The every day Soviet life was far from luxurious, however, the government had its ways of making people believe that life was good and constantly getting better. An interesting means of achieving it was a notable culinary book published in the USSR – The Book On Tasty and Healthy Foods. This book, a few inches thick, turned out to be more than a collection of recipes – it is considered to be an encyclopaedia of the Soviet epoch, an insight into the ordinary life of the Soviets.
Originally it was created as a way to deliver information on the culture of dining, the values of home cooked meals and good eating habits. Written by prominent chefs and dieticians of the time, the book was approved by the minister of health and then by Stalin himself (the first edition dating 1939). Everything that went into it was carefully chosen and selected. Apart from the recipes, it contained information on how to plan a weekly menu for a family, what is healthy eating, how to serve the tables nicely, as well as basic principles of food handling and kitchen hygiene.
Nowadays this style of cuisine would be called fusion, as it contained recipes from all over the Union: borscht was followed by lamb pilaf with the Soviet style black forest gateau for the dessert. Usually the recipes were simple and would not demand fancy ingredients or time/labour investments. The food shortages were still on and the book could only stretch as far. A few easy meat recipes, a sauce or two, simple salads – surprisingly, “meat and three veggies” recipes were universal across the globe.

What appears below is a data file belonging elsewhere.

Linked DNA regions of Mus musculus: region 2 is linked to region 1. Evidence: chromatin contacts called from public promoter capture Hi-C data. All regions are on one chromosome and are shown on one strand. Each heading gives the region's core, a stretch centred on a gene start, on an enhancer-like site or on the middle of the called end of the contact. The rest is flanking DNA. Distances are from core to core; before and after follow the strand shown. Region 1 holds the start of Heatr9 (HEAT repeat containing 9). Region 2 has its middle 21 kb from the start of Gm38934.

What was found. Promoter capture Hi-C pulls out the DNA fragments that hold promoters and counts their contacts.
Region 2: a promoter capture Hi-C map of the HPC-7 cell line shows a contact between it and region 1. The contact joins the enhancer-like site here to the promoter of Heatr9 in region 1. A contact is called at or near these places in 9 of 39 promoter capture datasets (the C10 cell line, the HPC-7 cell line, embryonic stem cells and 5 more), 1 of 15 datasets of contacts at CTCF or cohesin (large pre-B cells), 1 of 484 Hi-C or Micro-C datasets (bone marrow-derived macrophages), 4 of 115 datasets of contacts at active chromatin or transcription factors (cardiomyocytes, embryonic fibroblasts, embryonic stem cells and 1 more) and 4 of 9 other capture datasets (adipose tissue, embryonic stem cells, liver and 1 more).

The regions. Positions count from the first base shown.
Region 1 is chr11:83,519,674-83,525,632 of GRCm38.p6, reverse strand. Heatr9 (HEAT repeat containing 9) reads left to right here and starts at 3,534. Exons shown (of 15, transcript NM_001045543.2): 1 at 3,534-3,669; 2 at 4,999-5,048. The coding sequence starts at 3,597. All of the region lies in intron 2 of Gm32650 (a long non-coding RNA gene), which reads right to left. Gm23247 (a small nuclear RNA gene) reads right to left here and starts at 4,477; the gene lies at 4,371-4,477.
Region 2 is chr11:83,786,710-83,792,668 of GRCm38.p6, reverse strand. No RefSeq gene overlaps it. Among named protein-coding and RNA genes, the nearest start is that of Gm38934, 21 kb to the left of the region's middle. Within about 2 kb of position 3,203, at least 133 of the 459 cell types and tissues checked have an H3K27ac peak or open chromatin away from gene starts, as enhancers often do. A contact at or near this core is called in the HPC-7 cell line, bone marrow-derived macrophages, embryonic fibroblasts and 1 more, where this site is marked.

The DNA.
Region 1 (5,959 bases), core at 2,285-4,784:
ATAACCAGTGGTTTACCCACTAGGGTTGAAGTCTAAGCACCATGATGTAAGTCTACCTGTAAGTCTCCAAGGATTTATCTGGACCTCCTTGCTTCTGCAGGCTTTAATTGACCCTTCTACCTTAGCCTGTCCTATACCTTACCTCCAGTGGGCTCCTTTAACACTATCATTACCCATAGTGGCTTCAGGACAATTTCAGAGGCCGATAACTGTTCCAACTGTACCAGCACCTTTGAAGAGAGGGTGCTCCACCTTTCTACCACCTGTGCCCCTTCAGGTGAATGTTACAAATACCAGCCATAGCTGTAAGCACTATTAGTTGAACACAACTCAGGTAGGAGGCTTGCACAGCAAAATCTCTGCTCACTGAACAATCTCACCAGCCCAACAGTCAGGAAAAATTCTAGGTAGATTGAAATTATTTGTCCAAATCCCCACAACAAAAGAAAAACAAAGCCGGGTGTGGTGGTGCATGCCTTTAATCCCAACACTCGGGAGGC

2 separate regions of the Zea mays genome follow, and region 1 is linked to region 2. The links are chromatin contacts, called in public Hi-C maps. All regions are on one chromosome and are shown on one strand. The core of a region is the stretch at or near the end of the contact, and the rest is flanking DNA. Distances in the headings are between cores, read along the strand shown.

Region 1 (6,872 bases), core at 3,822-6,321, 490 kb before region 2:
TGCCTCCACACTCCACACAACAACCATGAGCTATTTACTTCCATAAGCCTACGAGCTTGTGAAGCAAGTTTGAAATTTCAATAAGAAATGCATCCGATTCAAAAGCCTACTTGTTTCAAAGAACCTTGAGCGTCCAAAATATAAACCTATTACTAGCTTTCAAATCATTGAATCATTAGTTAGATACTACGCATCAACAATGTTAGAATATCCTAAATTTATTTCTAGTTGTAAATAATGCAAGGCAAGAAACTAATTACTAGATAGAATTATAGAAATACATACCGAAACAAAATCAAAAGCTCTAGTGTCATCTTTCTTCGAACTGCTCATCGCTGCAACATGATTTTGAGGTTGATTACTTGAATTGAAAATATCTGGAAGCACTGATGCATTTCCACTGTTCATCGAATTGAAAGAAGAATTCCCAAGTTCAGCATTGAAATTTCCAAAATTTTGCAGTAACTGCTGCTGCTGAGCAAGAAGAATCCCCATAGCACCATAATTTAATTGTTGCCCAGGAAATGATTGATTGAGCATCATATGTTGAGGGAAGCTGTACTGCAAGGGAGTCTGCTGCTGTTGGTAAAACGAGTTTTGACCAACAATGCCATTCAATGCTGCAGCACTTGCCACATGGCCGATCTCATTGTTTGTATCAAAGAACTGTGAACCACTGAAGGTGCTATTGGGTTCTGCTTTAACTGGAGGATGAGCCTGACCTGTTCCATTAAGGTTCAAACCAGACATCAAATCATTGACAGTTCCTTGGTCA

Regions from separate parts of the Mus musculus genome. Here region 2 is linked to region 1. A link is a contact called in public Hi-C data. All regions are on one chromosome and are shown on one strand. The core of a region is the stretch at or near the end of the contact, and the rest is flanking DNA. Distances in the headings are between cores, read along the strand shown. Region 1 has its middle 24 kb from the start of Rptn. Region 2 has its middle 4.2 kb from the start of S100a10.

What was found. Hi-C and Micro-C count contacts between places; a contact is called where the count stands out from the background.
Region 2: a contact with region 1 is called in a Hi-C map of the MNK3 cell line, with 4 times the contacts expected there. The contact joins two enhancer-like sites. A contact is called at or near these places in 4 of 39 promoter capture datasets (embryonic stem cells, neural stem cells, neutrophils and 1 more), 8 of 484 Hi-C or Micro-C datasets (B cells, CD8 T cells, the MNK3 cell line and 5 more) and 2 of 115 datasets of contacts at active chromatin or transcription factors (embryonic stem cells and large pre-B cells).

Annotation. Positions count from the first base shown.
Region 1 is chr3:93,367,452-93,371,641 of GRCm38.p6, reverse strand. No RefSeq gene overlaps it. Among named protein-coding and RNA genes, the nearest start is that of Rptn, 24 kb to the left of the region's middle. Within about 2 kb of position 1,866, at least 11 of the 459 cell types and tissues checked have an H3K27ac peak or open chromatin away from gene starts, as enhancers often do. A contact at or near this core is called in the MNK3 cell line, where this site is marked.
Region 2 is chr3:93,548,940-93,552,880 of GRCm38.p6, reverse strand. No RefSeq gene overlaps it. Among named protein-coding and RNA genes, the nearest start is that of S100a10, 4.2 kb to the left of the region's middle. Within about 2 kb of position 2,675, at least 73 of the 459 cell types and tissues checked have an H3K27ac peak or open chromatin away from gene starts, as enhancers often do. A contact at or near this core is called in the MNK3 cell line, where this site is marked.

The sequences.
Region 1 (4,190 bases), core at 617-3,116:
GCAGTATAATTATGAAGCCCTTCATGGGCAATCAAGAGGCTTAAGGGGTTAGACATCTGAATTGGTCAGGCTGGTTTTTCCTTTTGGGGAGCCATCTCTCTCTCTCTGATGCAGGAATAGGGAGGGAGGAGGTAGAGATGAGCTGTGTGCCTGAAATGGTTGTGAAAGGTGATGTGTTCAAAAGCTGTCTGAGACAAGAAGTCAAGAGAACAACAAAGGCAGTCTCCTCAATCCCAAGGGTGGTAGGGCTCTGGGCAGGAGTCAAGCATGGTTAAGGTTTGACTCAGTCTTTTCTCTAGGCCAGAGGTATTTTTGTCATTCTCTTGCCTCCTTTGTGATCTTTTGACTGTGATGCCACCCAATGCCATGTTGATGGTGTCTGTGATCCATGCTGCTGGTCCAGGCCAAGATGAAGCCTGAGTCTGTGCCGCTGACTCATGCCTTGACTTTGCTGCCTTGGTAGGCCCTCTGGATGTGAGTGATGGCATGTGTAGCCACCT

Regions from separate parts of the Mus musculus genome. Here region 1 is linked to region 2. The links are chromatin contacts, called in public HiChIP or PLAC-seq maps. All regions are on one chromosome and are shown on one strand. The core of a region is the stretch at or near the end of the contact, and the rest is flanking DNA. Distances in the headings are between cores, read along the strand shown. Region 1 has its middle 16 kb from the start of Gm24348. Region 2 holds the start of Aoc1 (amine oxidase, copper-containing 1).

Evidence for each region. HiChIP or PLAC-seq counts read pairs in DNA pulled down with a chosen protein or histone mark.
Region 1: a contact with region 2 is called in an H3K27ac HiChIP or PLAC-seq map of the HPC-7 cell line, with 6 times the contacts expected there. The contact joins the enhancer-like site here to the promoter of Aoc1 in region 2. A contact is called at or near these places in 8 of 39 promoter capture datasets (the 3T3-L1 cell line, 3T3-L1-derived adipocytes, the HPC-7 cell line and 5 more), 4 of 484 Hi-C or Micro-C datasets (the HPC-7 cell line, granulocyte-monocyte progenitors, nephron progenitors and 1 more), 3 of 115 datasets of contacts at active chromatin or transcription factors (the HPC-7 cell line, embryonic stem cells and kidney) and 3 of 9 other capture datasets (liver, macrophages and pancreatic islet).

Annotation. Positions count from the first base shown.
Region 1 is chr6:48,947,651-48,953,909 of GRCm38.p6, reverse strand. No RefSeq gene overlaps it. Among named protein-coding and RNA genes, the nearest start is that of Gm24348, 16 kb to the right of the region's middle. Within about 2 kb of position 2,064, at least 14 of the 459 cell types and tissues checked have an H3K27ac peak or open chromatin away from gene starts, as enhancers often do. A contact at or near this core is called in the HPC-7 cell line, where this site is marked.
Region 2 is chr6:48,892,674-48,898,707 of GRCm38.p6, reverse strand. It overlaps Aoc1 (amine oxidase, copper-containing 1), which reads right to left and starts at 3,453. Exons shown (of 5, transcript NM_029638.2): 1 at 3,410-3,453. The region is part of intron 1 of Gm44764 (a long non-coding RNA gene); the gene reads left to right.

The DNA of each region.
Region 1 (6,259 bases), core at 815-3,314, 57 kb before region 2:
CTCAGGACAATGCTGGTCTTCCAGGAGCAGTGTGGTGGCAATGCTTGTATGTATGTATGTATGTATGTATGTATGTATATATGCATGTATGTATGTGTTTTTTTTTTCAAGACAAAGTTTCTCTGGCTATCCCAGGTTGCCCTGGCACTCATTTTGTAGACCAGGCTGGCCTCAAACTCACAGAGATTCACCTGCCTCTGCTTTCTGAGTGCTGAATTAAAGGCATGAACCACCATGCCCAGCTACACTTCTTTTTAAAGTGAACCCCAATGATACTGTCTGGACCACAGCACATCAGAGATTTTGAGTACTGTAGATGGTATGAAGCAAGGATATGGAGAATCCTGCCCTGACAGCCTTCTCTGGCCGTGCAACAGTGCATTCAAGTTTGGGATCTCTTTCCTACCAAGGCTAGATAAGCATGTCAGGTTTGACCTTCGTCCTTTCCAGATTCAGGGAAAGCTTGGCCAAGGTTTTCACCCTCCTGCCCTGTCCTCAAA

The images in the book were not considered to be an advertising material – they were merely a way to form the demand for the foods produced by the food factories – as everything, it was planned in the Soviet economy.
Interestingly, in some later edition, fish was a recommended dietary element at least once a week – that was dictated by the shortages of meat: the protein levels had to stay up in order to keep the nation nourished and thus maintain the medical costs at bay.
Cooking was not considered to be art or indulgence; rather, it had a technological focus — typical for the Soviet era of industrialisation. Here a very important point was made about who would do the cooking: the traditional, western-style family, where the man is the breadwinner and the woman is the pretty homemaker would go against the Soviet ideology, in which women were equal partners and comrades. Therefore the image of a wife was being shifted from a stove towards the factory production line, and a husband would eat something simple, something cooked for the entire family in the weekend, for instance.
Noteworthy, until the 1980s, the book contained no actual photographs — only drawings. However, it does not justify the sad-looking foods pictured in it. Some of it looks just inedible.
Desserts are always nice, though. Timeless, too.
Because restaurants were scarce and the whole concept of dining out was simply non-existent, dinner parties played a very important part in every person’s life. Labour Day on the May, 1st; Victory Day on May, 9th; November 7th (the Revolution Day) and New Year’s Eve were to be celebrated in style and in abundance — regardless of the food supplies.
Such dinners required a lot of leg work as hunting for the necessary ingredients was required and queuing for as long as hours was unavoidable. However, the outcomes were remembered for long and treasured with all hearts. Family time together, what could be nicer, really.